Colorado’s largest school district kicked off a campaign Friday seeking voter approval to raise more than a half-billion dollars to build new schools, fix up old ones, and support a variety of student services.
Denver Public Schools’ $572 million bond would build the new schools, pay for air-conditioning and increase the percentage of students in a school with a computer.
DPS Board Chair Anne Rowe says a companion property tax hike would raise more than $55 million.
About $15 million of that would go directly to schools to invest in social and emotional supports for students, which are lacking, according to Pat Slaughter, a former DPS teacher and administrator.
“We see children every day who are dealing with situations, issues, and challenges that require assistance from health professionals, counselors and paraprofessional staff,” she said.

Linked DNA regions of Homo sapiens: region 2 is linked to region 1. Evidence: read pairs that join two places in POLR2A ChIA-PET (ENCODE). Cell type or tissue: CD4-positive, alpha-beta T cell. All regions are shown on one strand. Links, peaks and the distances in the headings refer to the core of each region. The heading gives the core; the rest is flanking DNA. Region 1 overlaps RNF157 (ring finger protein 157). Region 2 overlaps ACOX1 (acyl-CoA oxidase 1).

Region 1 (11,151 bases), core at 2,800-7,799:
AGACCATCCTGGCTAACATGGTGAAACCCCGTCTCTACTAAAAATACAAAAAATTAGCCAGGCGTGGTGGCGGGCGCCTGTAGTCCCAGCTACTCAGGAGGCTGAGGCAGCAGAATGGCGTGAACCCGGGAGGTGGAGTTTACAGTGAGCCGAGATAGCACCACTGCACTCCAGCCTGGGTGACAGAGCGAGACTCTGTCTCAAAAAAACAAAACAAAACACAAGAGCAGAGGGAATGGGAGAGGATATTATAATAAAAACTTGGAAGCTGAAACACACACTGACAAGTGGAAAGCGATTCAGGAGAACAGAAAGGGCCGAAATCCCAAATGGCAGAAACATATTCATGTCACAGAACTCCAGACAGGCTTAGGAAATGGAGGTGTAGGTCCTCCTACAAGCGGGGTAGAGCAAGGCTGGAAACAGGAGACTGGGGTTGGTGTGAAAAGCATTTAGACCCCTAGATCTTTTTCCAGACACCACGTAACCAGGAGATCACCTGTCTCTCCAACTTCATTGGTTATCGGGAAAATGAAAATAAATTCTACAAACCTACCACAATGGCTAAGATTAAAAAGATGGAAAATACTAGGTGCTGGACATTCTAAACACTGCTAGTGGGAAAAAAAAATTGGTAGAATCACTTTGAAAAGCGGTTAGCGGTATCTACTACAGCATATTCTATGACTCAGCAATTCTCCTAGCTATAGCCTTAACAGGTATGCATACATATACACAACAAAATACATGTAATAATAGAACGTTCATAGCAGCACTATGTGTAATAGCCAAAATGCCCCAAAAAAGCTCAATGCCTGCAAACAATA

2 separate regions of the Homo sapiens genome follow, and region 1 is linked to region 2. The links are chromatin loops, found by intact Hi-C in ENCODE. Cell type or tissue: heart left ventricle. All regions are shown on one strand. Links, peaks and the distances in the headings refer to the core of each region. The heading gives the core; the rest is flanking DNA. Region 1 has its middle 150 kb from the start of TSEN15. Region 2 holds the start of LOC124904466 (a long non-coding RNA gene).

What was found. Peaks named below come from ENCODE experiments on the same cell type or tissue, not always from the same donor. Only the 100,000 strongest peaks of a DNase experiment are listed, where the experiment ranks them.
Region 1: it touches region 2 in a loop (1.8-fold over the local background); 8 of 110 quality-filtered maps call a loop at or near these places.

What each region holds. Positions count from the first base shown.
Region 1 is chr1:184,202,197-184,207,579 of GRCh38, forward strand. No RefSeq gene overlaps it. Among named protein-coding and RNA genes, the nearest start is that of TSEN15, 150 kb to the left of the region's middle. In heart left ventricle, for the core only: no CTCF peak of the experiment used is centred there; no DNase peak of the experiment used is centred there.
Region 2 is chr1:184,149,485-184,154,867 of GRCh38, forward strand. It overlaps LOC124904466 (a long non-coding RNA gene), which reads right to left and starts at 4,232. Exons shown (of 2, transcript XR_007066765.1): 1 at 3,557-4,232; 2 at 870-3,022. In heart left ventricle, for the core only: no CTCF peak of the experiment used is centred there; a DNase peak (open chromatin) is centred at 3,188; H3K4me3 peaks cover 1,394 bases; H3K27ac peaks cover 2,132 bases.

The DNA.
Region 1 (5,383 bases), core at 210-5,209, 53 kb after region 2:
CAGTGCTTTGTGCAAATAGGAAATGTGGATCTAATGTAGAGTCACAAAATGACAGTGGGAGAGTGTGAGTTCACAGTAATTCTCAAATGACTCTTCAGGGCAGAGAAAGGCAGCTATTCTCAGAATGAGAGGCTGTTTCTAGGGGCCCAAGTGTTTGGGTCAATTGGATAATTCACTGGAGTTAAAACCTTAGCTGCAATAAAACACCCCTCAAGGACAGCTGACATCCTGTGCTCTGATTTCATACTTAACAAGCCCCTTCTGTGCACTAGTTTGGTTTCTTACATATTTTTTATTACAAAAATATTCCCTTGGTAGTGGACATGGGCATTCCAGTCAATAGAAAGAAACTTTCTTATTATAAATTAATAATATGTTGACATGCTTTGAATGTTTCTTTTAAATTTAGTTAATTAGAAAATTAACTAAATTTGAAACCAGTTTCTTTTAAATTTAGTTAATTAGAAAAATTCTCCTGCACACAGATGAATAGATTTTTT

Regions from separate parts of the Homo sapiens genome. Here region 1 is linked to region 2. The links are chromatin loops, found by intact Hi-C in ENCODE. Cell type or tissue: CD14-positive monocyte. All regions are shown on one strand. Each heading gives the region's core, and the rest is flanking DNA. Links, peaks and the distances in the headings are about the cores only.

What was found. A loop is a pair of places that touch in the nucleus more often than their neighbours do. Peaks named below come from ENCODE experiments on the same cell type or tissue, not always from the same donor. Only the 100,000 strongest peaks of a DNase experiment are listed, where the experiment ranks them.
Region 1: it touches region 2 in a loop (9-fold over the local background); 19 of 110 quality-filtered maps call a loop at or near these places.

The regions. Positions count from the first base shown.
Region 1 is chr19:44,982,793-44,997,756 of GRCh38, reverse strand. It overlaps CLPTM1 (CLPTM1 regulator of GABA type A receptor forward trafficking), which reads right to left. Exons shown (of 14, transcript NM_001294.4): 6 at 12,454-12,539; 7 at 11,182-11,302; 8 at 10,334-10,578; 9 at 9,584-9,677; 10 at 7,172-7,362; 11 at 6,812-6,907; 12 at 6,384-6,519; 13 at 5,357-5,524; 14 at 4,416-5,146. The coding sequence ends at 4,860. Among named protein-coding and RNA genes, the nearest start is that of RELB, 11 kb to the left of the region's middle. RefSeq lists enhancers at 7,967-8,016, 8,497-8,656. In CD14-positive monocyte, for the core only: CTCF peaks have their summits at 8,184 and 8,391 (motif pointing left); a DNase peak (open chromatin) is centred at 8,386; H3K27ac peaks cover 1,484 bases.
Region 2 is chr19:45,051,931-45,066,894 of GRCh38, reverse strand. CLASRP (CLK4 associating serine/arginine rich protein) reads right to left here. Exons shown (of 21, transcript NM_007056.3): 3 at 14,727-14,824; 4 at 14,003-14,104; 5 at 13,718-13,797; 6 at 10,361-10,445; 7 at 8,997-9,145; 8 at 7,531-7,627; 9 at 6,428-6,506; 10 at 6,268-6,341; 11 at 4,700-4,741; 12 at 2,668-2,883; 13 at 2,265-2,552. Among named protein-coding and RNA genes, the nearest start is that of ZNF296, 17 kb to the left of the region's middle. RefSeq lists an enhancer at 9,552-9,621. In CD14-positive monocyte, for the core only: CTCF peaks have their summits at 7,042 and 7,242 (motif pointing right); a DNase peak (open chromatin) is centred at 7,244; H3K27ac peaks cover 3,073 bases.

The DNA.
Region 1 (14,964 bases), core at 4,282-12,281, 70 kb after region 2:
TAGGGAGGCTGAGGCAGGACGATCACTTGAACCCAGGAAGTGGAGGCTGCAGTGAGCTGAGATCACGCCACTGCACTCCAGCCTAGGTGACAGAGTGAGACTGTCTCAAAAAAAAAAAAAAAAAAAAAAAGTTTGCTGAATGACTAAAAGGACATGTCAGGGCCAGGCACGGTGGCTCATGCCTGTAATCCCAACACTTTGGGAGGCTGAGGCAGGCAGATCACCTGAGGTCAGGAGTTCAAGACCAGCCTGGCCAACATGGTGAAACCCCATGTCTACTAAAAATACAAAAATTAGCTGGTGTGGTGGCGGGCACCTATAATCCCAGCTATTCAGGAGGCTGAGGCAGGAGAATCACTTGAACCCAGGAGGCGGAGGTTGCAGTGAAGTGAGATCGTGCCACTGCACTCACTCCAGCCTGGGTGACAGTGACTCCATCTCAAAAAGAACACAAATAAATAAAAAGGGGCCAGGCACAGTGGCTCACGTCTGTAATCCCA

Nearly $7 million raised through the property tax increase would be spent training early grade teachers in reading. Studies show students who read at or above grade level in third grade are more likely to graduate from high school and be successful in their later years. Just 52 percent of Denver’s third graders are on target.
Another $6.5 million would provide digital coaching, curriculum and upgrading devices. Part of the bond proposal would increase the percentage of students in a school with one computer device per student from 22 percent to 63 percent.
Some of the money raised would help offset the loss of roughly $90 million a year in state funding since the recession.